The Science Of Winning: Why It Feels So Good

Posted on: 25th March 2016

Everybody loves winning, No matter how good of a sport you are, or how gracious you are in defeat, winning always feels better than losing. Whether it's winning a bet, a game of tennis, or even a competition, that rush of happiness you get when you're announced into the winners' circle is second to none.

But what actually causes this rush of joy? Not surprisingly, it all comes down to scientific and psychological reasons. Firstly, winning causes a surge in testosterone, in both men and women. Testosterone is associated with feelings of dominance or aggression, and plays a big part in that feeling of accomplishment and power after a victory.

Secondly, there's another pretty important element of your biochemistry playing a part in that wining thrill. This is the brain chemical dopamine, also know as the 'pleasure hormone'. Dopamine controls various emotions, such as happiness, pleasure, and excitement. This is partly owed to its actions in a brain area called the nucleus accumbens.

This particular region of the brain is activated in situations involving positive emotions and pleasure, and therefore influences the thrill you feel after a victory. Funnily enough, this same brain region is considered to be under-performing in people with mood disorders such as anxiety or depression.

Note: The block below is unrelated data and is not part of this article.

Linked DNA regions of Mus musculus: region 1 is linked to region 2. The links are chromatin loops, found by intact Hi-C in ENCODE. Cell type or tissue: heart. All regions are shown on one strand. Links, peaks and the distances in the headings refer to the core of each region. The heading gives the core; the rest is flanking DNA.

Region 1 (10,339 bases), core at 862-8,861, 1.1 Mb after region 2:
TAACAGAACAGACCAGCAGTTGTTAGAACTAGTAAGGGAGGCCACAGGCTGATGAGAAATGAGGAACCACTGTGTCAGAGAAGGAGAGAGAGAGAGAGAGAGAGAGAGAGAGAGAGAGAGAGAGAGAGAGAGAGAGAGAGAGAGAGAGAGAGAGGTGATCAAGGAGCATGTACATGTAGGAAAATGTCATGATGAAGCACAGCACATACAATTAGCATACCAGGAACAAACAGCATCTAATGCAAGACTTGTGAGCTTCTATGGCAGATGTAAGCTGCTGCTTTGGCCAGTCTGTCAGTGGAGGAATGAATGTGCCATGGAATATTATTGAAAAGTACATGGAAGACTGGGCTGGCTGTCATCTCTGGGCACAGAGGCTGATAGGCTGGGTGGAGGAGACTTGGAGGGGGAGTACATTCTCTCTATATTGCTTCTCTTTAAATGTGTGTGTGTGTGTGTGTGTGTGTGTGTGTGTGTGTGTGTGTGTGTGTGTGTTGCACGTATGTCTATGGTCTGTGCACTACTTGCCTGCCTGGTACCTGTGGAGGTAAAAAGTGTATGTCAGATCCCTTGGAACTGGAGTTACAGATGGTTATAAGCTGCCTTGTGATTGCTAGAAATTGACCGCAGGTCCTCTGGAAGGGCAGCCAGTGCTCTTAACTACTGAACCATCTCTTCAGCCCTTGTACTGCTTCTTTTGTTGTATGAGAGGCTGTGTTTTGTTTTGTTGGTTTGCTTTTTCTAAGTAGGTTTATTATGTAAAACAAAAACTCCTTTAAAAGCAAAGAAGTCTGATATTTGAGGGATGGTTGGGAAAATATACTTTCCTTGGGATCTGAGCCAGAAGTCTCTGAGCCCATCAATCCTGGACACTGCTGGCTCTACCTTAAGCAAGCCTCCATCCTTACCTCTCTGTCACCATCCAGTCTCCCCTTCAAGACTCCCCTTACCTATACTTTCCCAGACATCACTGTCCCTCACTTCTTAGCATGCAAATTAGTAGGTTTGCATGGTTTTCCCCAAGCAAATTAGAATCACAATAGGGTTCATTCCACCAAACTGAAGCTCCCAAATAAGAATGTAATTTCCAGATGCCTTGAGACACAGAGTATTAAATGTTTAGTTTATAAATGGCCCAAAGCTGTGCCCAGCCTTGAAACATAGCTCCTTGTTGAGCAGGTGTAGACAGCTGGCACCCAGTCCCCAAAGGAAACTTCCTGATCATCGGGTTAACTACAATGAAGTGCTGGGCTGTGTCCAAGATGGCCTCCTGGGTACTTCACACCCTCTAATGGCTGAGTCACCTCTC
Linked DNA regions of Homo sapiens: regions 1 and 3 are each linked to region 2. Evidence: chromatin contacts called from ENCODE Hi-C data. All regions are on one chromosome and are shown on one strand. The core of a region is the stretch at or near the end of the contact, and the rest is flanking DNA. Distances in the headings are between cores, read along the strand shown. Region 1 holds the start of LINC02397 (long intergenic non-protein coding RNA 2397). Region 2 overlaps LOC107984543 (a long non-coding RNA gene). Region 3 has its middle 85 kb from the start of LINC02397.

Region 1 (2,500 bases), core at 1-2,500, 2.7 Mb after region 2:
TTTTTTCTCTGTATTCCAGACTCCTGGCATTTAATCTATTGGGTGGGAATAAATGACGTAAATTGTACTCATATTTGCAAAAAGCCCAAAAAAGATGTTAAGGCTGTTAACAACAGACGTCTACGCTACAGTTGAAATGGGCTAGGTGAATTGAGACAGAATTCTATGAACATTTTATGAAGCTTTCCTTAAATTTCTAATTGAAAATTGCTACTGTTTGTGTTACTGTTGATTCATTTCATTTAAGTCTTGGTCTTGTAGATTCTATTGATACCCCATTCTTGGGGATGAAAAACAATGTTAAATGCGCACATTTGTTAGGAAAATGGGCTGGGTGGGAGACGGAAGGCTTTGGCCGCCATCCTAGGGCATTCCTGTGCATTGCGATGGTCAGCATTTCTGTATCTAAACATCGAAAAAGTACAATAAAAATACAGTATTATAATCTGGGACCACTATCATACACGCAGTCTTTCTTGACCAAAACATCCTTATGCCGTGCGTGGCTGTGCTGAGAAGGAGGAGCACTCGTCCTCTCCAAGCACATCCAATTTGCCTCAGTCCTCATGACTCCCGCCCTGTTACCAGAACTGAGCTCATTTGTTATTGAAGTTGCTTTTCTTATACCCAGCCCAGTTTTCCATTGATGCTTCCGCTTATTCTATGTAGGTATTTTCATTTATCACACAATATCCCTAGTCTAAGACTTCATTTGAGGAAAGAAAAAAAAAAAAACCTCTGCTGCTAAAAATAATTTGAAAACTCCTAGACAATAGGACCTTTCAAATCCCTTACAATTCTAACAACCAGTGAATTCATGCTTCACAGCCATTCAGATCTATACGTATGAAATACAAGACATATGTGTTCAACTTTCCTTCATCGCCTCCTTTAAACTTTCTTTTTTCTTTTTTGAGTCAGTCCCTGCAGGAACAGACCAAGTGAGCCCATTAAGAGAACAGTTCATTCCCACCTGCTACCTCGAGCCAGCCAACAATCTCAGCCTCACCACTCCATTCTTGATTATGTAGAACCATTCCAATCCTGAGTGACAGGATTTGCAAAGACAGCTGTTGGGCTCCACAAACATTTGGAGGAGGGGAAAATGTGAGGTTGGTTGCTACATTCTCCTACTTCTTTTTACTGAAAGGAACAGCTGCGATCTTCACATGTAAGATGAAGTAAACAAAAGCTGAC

Finally, winning or accomplishing big things gives you a sense of purpose and identity. To be able to say, "I'm the CEO of a big company" or, "I won the national golf championships last year" makes you stick out from the rest of the pack, in the best possible way. Linking yourself to positive things that make you unique is great for self-esteem, and helps you associate positive feelings with your sense of self.

So, if you ever feel guilty or awkward when relishing the thrill of victory, don't. It all comes down to brain chemistry, so feel free to enjoy the moment!

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